City Council to vote on arena finance deal using unrated bonds is your source for free local news and information in Virginia Beach

A rendering of the proposed Virginia Beach Oceanfront arena. (Courtesy of
A rendering of the proposed Virginia Beach Oceanfront arena. (Courtesy of

Though it did not receive an investment-grade bond rating letter for the proposed Oceanfront arena, Virginia Beach City Council is on track to move forward with financing and construction of the project. 

A new proposal, presented to council Tuesday afternoon, indicates the bonds will be sold as unrated instruments; in addition, the developer, United States Management LLC, will increase its equity contribution by $7.5 million, to offset the risk of unrated bonds. The total projected cost of the arena is roughly $200 million.

According to City Manager Dave Hansen, who presented the proposal to council Tuesday, the new plan doesn’t change a lot.

It really doesn’t have an impact to the city with regards to our obligations to reimburse their taxes,” he said.

The rating letter was one of seven conditions city council laid out in July as a requirement for approving USM’s arena financing plan.

Under the latest proposal, the amount financed is limited to no more than $240 million, a $70 million increase from an earlier proposal approved by council in December 2015. The development team’s contribution has decreased from $40 million, as approved last December, to less than $20 million, including a $7.5 million allotment toward construction costs. Also, no bond proceeds will be dedicated to previously incurred expenses.

I see this as what it takes for them to be able to enter the market and see if there are interested investors willing to commit the funds for this,” Hansen said.

The most recent proposal also adjusts the dates for financing, closing, construction and opening, moving them back by 60 days. Now, the arena would open Dec. 1, 2019.

The feasibility study, one of the conditions imposed by council in July, was conducted by C.H. Johnson Consulting, a Chicago-based firm that bills itself as a “nationally recognized authority” on stadiums and related venues. The study was paid for by the developer. It says Virginia Beach’s healthy economy and strong tourism base make it a viable place for an arena. The study also cites smaller and older venues in the region, but suggests an arena could improve civic pride and draw visitors.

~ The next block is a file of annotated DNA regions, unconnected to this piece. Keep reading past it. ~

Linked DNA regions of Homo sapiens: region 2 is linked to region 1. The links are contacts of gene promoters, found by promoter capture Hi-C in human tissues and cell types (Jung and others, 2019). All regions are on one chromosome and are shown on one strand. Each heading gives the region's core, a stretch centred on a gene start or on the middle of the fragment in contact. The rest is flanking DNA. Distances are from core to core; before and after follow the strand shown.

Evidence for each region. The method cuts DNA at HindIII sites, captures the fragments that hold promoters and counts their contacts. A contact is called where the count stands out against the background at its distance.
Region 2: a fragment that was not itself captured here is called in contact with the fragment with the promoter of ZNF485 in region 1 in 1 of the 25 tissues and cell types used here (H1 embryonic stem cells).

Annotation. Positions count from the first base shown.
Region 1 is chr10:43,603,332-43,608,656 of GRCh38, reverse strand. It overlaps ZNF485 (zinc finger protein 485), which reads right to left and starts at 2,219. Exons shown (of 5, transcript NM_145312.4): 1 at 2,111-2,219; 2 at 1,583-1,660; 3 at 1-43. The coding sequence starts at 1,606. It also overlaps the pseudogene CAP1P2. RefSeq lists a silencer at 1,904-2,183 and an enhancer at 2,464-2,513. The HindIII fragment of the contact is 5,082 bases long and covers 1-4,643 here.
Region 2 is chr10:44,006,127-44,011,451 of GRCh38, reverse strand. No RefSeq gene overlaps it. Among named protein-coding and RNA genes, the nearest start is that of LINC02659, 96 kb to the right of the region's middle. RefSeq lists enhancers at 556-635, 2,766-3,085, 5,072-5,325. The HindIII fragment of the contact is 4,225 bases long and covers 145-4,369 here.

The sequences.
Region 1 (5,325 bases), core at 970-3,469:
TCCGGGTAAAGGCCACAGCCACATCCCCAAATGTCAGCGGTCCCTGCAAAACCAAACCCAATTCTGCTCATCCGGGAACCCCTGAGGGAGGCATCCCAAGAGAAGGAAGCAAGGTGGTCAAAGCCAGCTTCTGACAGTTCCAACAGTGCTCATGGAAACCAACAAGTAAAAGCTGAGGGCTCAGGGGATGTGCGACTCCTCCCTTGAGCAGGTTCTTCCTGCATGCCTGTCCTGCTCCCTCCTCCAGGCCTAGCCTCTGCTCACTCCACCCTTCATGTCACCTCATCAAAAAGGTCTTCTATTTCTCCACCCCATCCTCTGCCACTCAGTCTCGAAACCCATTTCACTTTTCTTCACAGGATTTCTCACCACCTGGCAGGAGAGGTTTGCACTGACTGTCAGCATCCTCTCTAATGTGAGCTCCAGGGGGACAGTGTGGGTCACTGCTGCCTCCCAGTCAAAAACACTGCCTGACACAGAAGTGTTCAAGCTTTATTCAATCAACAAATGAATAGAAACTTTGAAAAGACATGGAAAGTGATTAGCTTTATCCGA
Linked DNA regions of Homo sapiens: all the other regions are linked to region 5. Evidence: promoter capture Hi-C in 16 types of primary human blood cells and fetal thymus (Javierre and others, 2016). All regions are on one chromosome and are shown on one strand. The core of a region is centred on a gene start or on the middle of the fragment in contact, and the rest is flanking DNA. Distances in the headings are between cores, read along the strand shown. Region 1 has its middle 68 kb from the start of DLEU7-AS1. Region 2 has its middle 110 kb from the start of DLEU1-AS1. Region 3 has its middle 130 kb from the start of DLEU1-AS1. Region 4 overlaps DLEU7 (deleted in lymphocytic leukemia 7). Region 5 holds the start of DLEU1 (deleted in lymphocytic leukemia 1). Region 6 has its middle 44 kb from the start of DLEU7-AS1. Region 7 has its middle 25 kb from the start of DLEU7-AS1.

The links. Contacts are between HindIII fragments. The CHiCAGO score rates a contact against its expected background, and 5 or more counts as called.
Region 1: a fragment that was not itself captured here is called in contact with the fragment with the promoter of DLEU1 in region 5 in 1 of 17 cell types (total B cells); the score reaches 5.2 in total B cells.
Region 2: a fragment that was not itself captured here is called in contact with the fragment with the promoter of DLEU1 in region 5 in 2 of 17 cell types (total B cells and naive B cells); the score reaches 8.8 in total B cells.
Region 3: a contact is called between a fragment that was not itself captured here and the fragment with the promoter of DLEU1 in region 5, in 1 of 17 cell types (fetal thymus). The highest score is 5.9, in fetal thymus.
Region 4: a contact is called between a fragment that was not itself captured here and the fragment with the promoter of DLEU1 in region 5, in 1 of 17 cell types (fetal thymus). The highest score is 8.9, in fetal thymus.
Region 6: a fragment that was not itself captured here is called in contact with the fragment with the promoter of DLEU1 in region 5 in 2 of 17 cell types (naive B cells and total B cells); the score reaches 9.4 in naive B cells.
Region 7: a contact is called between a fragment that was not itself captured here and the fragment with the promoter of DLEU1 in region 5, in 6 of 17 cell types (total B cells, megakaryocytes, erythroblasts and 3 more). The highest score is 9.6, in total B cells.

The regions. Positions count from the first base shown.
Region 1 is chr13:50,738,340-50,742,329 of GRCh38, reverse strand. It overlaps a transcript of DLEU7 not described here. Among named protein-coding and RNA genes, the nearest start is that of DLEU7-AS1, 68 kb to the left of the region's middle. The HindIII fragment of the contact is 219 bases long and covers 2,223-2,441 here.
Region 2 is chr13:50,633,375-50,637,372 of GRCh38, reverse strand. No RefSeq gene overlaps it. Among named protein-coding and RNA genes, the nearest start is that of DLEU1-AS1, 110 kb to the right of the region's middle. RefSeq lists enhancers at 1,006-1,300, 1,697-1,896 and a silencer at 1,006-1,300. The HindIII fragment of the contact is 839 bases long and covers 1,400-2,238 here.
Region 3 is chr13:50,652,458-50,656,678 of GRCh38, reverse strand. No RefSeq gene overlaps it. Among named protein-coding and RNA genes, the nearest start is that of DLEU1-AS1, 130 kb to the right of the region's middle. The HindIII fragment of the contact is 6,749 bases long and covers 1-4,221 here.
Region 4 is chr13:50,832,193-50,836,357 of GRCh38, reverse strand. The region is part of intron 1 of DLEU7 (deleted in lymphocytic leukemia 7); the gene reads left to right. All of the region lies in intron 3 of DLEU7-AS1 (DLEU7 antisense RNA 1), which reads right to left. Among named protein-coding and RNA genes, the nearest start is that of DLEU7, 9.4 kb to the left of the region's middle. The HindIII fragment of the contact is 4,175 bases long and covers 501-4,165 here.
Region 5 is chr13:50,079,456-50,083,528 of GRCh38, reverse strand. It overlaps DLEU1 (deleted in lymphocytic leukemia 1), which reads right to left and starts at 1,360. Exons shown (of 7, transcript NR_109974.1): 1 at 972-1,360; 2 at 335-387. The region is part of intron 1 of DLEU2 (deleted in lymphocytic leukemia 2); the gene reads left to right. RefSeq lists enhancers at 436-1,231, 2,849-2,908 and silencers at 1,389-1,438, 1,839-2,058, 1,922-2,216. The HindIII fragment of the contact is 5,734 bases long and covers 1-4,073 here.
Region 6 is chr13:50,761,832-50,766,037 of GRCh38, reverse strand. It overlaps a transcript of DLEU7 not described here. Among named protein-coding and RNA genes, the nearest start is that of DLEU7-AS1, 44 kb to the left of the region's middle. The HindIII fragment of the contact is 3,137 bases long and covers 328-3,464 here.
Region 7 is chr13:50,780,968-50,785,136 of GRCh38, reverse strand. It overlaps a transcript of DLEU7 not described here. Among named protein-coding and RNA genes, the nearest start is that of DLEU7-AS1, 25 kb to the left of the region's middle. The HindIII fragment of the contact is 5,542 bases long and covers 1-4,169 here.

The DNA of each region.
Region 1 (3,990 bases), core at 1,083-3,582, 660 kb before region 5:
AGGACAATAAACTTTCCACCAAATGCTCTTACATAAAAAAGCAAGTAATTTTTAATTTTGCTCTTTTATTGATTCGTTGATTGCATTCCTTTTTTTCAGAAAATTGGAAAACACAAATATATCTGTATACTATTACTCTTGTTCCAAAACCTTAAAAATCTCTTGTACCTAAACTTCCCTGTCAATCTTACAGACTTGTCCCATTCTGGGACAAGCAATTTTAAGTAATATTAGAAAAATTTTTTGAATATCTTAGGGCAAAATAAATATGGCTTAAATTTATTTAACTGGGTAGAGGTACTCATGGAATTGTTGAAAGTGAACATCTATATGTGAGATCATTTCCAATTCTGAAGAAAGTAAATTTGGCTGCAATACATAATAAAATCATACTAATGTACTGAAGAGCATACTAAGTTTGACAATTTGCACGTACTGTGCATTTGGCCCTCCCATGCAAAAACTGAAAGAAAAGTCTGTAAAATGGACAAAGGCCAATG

“The Hampton Roads region has been starved for a venue of this size and quality for quite some time,” the study says.

Some of the financial feasibility analysis, though, is not transparent. The study cites a provision under the Virginia Freedom of Information Act that grants an exemption from disclosing “proprietary information, voluntarily provided by a private business pursuant to a promise of confidentiality from a public body, used by the public body for business, trade and tourism development or retention.”

According to a Sept. 15 letter from City Attorney Mark Stiles to George L. Consolvo, a partner at Kaufman & Canoles in Norfolk who is bond counsel to USM, information redacted from the feasibility study includes: financial projection numbers; development assumptions about premium seating mix and price; projected paid attendance numbers; projection assumptions for luxury seats, club seats and loge boxes; and demand and attendance projections for family shows, concerts, other sporting events, boxing and graduations.

Under the original financing plan, approved by the City Council in December 2015, USM had 10 months to secure a $170 million loan from a Chinese lender.

Under the plan approved in July, USM proposed to borrow $200 million from B.C. Ziegler and Company, a Chicago investment bank that will serve as underwriter. In addition, USM was slated to decrease its own equity investment from $40 million to $10 million. The July plan also requires the Virginia Beach Development Authority to serve as a conduit issuer of bonds USM would use to finance construction.

According to the city council resolution endorsing the plan on July 12, the city, the commonwealth and the Development Authority would take on no debt in the bond issuance and would have no “legal obligation to cure a default or pay any sums owing under the bonds.” The bonds are to be repaid from revenue generated by the project.

City council met in closed session Tuesday, before the public briefing, to discuss the new approach to financing the project. City council will vote on the proposal on Oct 4. Next steps also include a special meeting and vote by the Development Authority on Oct. 4.